With academics still seething over accusations of Shakespeare's authorship and the release of Anonymous only adding to the worry that the whole of Hollywood will believe them, a pause is given to question how important the works of Shakespeare truly are to a good education.
Studying some of Shakespeare's works is compulsory in schools across Britain, giving his plays an immediate status of importance and significance in terms of learning about playwrights and storytellers in general, making us wonder why R&J and Hamlet have to be set texts for school pupils?
When the first folio was published in 1623, Ben Johnson claimed he was "Not of an age. But for all time." If this was to be true then Shakespeare's plays would have to be as contemporary for modern audiences as they were for the Elizabethans. Therefore this would take the dedication of directors, producers and actors of each century to recreate Shakespeare's voice to speak to modern ears. The plays he wrote represent the careers of not just one man but thousands and he is the creator of all that followed him, placing him firmly as an iconic figure in English literary supremacy.
However, my question still remains as to whether we should still expect the next generations of GCSE/A Level and university students who study English Literature to compulsively dedicate a primary part of their education to Shakespeare's plays? The more space that opens up between his first writings and education today, means elevating Shakespeare as the playwright of all time could be detrimental to more recent discoveries of great works of literature and theatre.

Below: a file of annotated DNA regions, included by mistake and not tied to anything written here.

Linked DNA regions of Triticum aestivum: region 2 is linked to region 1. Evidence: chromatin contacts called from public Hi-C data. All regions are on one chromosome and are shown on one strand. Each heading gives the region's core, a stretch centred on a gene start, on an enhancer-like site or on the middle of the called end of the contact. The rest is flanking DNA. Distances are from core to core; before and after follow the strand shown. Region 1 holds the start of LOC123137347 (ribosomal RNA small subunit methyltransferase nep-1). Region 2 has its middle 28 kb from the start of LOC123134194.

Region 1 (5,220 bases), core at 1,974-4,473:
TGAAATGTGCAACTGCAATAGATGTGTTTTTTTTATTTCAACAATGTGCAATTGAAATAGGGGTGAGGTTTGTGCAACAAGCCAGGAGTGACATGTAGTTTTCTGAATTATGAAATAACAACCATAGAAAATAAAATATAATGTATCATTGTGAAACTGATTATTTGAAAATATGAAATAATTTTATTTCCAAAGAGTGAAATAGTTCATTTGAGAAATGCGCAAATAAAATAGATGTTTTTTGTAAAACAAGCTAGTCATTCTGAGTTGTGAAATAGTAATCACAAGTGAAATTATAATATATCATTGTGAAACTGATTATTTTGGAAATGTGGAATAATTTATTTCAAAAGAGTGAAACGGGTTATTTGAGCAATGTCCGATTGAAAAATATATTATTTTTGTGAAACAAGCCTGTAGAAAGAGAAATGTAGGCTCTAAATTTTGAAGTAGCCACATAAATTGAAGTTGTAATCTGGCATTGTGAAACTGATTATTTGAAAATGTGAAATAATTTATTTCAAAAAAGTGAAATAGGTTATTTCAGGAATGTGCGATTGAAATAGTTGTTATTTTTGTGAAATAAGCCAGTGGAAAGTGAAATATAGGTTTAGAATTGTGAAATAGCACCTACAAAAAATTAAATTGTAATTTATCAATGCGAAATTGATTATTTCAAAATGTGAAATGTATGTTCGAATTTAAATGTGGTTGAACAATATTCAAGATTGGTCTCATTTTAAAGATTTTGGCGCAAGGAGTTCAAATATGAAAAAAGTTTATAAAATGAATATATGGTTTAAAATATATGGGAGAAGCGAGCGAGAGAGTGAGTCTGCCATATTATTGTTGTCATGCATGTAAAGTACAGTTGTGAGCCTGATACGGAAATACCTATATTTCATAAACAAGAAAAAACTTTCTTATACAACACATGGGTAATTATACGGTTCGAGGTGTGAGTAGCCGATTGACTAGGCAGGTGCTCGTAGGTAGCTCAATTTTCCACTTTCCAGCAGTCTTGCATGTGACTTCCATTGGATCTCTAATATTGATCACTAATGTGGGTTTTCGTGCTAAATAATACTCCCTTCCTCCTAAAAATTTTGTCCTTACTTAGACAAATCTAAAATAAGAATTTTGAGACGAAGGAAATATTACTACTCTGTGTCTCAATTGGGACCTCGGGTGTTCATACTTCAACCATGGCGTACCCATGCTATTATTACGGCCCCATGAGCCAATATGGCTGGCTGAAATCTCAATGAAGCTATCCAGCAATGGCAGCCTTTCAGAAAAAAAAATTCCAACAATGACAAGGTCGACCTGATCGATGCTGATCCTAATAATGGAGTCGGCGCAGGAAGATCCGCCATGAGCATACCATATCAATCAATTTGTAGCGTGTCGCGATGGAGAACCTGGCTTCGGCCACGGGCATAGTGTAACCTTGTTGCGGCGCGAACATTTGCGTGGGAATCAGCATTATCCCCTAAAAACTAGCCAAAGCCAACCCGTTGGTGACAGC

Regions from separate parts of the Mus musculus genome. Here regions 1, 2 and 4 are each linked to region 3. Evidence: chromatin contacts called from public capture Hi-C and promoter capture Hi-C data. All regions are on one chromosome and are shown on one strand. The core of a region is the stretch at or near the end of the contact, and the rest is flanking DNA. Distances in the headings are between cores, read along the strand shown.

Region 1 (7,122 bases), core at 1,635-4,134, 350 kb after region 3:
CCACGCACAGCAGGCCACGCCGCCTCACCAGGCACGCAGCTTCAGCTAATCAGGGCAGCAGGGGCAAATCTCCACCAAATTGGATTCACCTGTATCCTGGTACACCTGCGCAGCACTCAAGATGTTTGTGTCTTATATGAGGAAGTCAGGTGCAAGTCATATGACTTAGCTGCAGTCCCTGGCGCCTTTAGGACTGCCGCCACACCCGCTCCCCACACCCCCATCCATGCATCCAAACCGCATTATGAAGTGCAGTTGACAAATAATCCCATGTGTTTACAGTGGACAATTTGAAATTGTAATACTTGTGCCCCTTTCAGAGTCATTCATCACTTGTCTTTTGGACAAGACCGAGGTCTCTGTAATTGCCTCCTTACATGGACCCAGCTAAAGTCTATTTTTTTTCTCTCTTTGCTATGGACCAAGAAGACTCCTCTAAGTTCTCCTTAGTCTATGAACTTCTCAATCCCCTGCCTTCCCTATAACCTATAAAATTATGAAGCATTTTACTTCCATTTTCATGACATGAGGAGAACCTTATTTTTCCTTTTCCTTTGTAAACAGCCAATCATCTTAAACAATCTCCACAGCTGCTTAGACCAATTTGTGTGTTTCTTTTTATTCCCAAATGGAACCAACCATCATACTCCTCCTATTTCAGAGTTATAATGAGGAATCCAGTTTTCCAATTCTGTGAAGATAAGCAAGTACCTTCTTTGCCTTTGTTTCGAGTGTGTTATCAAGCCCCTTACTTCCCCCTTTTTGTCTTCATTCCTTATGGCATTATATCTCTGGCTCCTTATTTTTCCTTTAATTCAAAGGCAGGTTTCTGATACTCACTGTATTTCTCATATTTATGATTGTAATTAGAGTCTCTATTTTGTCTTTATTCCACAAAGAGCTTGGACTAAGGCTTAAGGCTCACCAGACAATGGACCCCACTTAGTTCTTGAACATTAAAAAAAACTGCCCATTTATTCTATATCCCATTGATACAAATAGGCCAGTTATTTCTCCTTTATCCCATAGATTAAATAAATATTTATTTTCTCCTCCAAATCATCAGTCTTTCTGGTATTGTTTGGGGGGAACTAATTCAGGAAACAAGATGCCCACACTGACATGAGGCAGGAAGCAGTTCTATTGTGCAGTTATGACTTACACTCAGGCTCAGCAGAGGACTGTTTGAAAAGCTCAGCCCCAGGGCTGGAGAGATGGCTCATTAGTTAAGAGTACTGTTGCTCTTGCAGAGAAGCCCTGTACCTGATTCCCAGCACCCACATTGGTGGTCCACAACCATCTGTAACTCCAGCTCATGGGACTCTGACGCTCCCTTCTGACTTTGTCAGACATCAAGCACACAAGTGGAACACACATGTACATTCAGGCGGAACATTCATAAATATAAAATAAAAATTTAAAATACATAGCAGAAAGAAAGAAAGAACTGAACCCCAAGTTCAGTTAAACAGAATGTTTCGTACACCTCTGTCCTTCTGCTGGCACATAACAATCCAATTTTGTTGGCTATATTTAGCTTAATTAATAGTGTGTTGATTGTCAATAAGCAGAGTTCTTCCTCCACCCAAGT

It is likely that everyone will come into contact with Shakespeare at length in their lifetime, and if this is first introduced at a young age in secondary school or through school trips to the globe then students can still have a chance to pursue his works. However, by making Romeo and Juliet,Macbeth and King Lear compulsory texts makes one question whether exam boards are using the great reputation of Shakespeare unscrupulously and with little imagination to set different authors who the students might not come into contact with other than in school.
This year, in my English department at Warwick University, Shakespeare and Selected Dramatists of His Time became an optional module for the first time. For the majority this was seen as a very necessary and wise change, giving students a much wider choice of how to play out their degree without being dictated to. Unsurprisingly this module is still one of the most popular in the department, for not many would disagree that Shakespeare is a writer for all time.
However, for non-English literature prodigies, whom Shakespeare was forced upon in secondary school, there should be some thought put in for making room for a wider range of texts who might appeal to a modern age of students. When Shakespeare's work is so deeply embedded in our culture, they've got nothing to worry about, he's sure to get to us anyway.